What is eczema?

Eczema is a skin condition that causes red, itchy, scaly skin. Things that trigger eczema on the hands include excessive hand washing, harsh soap, scented lotion, and other irritants.
Eczema is a skin condition that causes red, itchy, scaly skin. Things that trigger eczema on the hands include excessive hand washing, harsh soap, scented lotion, and other irritants.

If your hands are red, scaly, and itchy, you might have eczema. Eczema refers to any condition that causes skin inflammation. If you experience eczema on your hands, you can relieve symptoms and reduce future flare-ups by avoiding triggers. 

Eczema is a common skin condition affecting 10% of adults and 20% of children every year. Eczema occurs when the top layers of your skin become inflamed. This can cause discomfort and even pain in your hands. Itching and redness are two of the earliest and most notable symptoms. 

Eczema is a general term for skin inflammation caused by many different conditions. Atopic dermatitis is the most common cause of eczema. For this reason, the terms atopic dermatitis and eczema are often used interchangeably.

Eczema can be acute or chronic. Hands with acute eczema are red, sometimes blistered or crusted, and intensely itchy. Chronic eczema leaves hands dry and not as inflamed. Chronic eczema can make skin appear extremely dry, scaly, and thickened. Eczema of the hands is typically a chronic condition with occasional acute flare-ups.

Many people with eczema on their hands have a genetic predisposition to eczema and experience higher rates of conditions such as allergies and asthma. Eczema is not contagious.

Symptoms of hand eczema 

Eczema can appear anywhere on your skin, including on your hands. It may be on the back of your hands, your palms, or your fingertips. Depending on the severity, symptoms can be mild or intense. Some people with eczema of their hands find it challenging to complete daily tasks due to discomfort.

You might have eczema of the hands if you have any of the following symptoms:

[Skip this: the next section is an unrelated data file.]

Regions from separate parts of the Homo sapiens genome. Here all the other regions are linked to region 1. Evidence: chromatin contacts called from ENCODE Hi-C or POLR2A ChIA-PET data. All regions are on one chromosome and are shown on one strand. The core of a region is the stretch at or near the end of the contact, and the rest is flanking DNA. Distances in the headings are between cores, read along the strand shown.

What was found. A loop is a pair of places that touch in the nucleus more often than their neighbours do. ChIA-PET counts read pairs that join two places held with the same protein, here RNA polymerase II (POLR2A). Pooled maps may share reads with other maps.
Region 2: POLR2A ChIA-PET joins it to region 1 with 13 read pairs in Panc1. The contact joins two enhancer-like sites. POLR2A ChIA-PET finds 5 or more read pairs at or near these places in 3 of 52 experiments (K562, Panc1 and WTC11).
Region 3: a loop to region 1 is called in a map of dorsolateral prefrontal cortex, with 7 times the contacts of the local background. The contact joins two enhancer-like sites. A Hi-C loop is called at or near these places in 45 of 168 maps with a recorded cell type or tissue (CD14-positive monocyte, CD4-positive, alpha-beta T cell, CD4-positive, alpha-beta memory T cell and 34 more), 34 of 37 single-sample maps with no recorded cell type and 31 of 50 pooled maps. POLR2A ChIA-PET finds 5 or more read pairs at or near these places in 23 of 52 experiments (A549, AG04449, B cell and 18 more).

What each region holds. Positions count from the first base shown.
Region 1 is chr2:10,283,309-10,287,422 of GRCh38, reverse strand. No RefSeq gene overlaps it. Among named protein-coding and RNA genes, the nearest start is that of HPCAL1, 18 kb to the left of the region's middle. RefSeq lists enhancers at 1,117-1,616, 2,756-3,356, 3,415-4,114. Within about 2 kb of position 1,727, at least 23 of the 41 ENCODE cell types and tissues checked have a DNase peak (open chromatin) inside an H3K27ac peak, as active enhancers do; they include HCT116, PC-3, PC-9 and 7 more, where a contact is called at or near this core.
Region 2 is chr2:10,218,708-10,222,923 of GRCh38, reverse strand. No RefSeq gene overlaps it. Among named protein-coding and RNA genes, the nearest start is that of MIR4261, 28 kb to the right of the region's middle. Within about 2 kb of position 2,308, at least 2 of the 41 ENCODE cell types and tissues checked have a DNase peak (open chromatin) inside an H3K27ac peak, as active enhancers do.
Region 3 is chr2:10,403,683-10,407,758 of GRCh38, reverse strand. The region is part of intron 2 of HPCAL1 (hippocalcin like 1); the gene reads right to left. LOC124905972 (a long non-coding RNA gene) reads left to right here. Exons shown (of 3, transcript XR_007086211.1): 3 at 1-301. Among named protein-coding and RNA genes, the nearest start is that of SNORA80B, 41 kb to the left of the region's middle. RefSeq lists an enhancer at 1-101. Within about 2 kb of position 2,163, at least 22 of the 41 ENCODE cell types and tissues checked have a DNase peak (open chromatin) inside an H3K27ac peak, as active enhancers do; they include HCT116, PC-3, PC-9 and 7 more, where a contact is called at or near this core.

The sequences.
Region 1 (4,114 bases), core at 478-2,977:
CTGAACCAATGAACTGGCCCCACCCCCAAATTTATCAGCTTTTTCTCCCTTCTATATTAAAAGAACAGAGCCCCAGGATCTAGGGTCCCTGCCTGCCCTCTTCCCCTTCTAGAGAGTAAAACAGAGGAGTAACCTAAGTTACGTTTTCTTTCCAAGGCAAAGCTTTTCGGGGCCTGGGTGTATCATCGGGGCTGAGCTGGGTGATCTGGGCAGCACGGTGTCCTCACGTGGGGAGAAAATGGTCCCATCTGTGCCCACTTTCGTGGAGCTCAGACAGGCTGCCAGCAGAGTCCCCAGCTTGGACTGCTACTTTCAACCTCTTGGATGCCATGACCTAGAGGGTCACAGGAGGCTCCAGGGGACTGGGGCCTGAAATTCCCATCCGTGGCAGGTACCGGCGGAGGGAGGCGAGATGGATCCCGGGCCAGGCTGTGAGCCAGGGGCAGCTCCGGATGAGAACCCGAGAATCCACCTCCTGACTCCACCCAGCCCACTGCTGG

• Extremely dry and chapped skin
  • Itchy skin that appears inflamed 
  • Crusty or oozing skin
  • Patches of red or dark brown skin 
  • Thickening of the skin 
  • Scaly skin 
  • Blisters 
  • Cracked skin 

Eczema on your hands can look like ordinary dry skin, especially in the early stages. Unlike dry skin, however, someone with eczema will need more than just moisturizer to find relief. Once you have eczema on your hands, it tends to reoccur in the same locations. 

If you have eczema on your hands, you will want to learn what triggers your eczema and take good care of your skin. Avoiding triggers can minimize future flare-ups. 

Triggers for eczema

An allergy or an irritant can trigger eczema on the hands. Eczema can also be due to a sensitivity to the environment, such as exposure to cold. Common triggers for eczema on hands include:

  • Excessive hand washing 
  • Harsh soap
  • Scented lotion
  • Sweating 
  • Jewelry 
  • Dishwashing liquid 
  • Nail polish and nail polish remover 
  • Cleaning products 
  • Perfume 
  • Wool or rough fabric
  • Scratching the skin 
  • Smoking 
  • High humidity 
  • Cold temperatures 

Treatments for hand eczema 

Once you've identified your eczema, you can take steps to treat your skin, improve your comfort, and encourage healing. 

  • Skincare. Wash your hands with gentle cleansers and frequently apply moisturizer. You will need to keep your hands clean to avoid infection, but don't wash more often than necessary. Frequent washing can make eczema worse. Be gentle with your skin.